Adventure

FixFox is part puzzle game, part sci-fi adventure, all relaxing

FixFox is part puzzle game, part sci-fi adventure, all relaxing

FixFox is a delightful name to say. I keep calling him Fikfok, once by mistake, then the rest of the time on purpose. You are Vix (vikfikfok), a fix-it fox in the distant future, where humans have started genetically splicing with animals to have, for example, nice warm fur. This is a step I would take 100%; Even as I write this at the office, I’m wrapped in a blanket I brought from home and my fingers are still cold. I would be less able to fix things with bits of tape and coins I found in holes in the floor, but I’m no mechanic.

vix East a mechanic, though they are mocked by their compatriots for being pretty bad. They have a sentient toolkit called Tin, but a mishap means all of Vix’s conventional tools are lost. During a pretty meaty preview build, I got to explore a strange cuboid planet, top-down style, and fix things for a bunch of robots. But there are many other aspects to FixFox – a preoccupation with food, a sort of space-sokoban game, a story that alludes to mystery, evolution and time. Part puzzle game, part sci-fi adventure, part fok.

The first part of being Vix is ​​exploring the planet and finding things to fix. Pirates have hidden stashes of things indicated by a small glow on the map as you pass your scooter, and you can steal all the things in them for yourself. In the Salt Desert, a dry, rocky, orange place, these caches are mostly filled with coins, plasters, and a bit of junk, but different locations will yield different stolen fruits. It’s those junk that you reuse as tools, since each has one or more traits corresponding to something an ordinary tool does. You can even do a keyword search to find what you need in your objective menu.


If you need to tape frayed wires together, for example, your favorite would be electrical tape. But since you’ve lost that, you can use a bandage, because it’s adhesive and therefore also has the quality of duct tape. At one point I didn’t have a Band-Aid, but found a rogue postage stamp that I forgot to pick up. Voila, also a sticky friend to fix wires. You can unscrew the screws with something flat, like a coin or, perhaps, a spudger. FixFox therefore encourages a little lateral thinking. Sometimes these mechanical works are necessary for story progression, but other times they are just things that people would like to do, for which they will pay you with a new item, like a banana.

Or sometimes you get a meal token, which were my favorite times. You trade them in for a local delicacy, and the game asks you nothing more than to sit down and eat it, bite-by-bite – although you also have to pay attention to the conversation going on at the same time. These little food interludes are adorable, a nice kind of role play to be a hardworking fox mechanic. Num Num Num. I liked making sure Vix always had a sandwich in her inventory. It was just nice. I don’t know if the in-game sandwiches and cookies are actually useful. Besides being a sandwich, you know.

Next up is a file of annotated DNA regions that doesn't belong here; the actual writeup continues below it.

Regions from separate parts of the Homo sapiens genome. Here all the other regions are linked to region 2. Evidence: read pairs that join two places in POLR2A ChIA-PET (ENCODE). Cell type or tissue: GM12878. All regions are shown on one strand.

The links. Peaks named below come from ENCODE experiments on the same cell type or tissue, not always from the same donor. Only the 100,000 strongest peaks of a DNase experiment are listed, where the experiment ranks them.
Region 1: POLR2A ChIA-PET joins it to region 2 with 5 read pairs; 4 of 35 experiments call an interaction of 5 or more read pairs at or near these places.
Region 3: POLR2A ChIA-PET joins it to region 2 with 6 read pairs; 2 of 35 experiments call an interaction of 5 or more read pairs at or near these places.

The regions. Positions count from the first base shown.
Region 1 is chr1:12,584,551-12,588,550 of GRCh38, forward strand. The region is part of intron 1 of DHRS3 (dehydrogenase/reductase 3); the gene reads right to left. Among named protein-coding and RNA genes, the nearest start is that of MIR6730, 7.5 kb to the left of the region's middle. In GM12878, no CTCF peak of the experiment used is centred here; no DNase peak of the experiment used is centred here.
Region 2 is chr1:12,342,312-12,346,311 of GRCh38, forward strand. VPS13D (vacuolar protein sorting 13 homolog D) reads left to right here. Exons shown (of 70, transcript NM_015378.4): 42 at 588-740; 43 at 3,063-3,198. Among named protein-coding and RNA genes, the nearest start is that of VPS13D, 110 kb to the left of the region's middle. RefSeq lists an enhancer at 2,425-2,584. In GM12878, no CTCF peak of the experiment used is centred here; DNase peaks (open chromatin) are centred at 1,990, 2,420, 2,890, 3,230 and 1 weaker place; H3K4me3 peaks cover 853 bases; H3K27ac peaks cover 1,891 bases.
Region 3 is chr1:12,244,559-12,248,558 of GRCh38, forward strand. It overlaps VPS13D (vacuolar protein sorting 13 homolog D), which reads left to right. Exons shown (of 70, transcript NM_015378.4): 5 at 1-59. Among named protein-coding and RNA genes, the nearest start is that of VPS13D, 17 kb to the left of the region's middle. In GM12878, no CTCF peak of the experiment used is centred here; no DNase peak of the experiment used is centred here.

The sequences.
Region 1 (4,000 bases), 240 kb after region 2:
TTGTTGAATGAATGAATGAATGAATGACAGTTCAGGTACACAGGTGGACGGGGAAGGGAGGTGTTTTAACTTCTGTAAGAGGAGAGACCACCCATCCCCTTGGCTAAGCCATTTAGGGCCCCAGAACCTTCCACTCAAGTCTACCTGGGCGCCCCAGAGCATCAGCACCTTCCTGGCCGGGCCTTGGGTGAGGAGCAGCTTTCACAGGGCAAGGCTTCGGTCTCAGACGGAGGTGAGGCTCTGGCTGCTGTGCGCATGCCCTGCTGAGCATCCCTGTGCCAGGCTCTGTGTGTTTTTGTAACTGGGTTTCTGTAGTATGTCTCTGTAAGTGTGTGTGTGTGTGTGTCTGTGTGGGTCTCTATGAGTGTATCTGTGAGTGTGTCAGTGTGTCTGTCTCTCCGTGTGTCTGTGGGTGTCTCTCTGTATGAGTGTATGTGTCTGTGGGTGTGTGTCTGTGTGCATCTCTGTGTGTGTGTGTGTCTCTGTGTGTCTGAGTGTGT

The second part is that you have to be careful not to steal too many Free Pirate Brigade hideouts or fix too many things. Both are on a kind of countdown, and if you overdo it, the hackers or the Order of Tools will appear and commandeer all the illegally useful things you have on you (the former because you stole your stuff from their hiding places, and the latter because they are sort of tool purists who oppose any unauthorized tooling). Luckily, you can reset this timer at any radio in the area, and getting new tools doesn’t seem like too much of a hassle if they end up being confiscated. FixFox seems to be mostly a cold, non-violent play on helping some bots.

I’d quite like FixFox if that was all it was – just being a rogue odd-job fox – but there’s a story, too. It was difficult to grasp the actual form of it based on my preview build, but it appears to involve a cryogenically frozen, unspliced ​​human, and a missing beacon keeper who should have guarded a beacon. I also don’t know why the planet is populated entirely by robots, but it is. There is also a very sleepy AI computer. Also, sometimes the planet just… twists 90 degrees. On at least one occasion I had to go into space and uncouple and move compartments on a cargo ship (this was my least favorite bit of what I’ve played, but I enjoyed the change of pace ).


I’m very much looking forward to FixFox releasing later this month, because while it’s (whisper it) a wholesome game, it also doesn’t skimp on being weird and interesting. You must take the new things you find to an oracle who will tell you what their properties are. Tin is constantly worried that you are going to die and will sometimes give you instructions such as “Wait here for a hundred years”, which appear as quests in your quest log. Unless, of course, you’re supposed to ignore them. The tin’s function as a toolbox is just that – a box, with no compartments, so it’s just a big mess you have to wade through. I found an area called Ceramic Lake and after some inspection realized it was an old, mostly empty pool.

It’s all a pleasingly analog vision of the distant future, where you load up your save by inserting a tape into the top of the screen, and sentient fridges are affixed with plasters and coins by a cute fox. I kind of don’t want the story to boil down to something huge and metaphorical, but I think it will.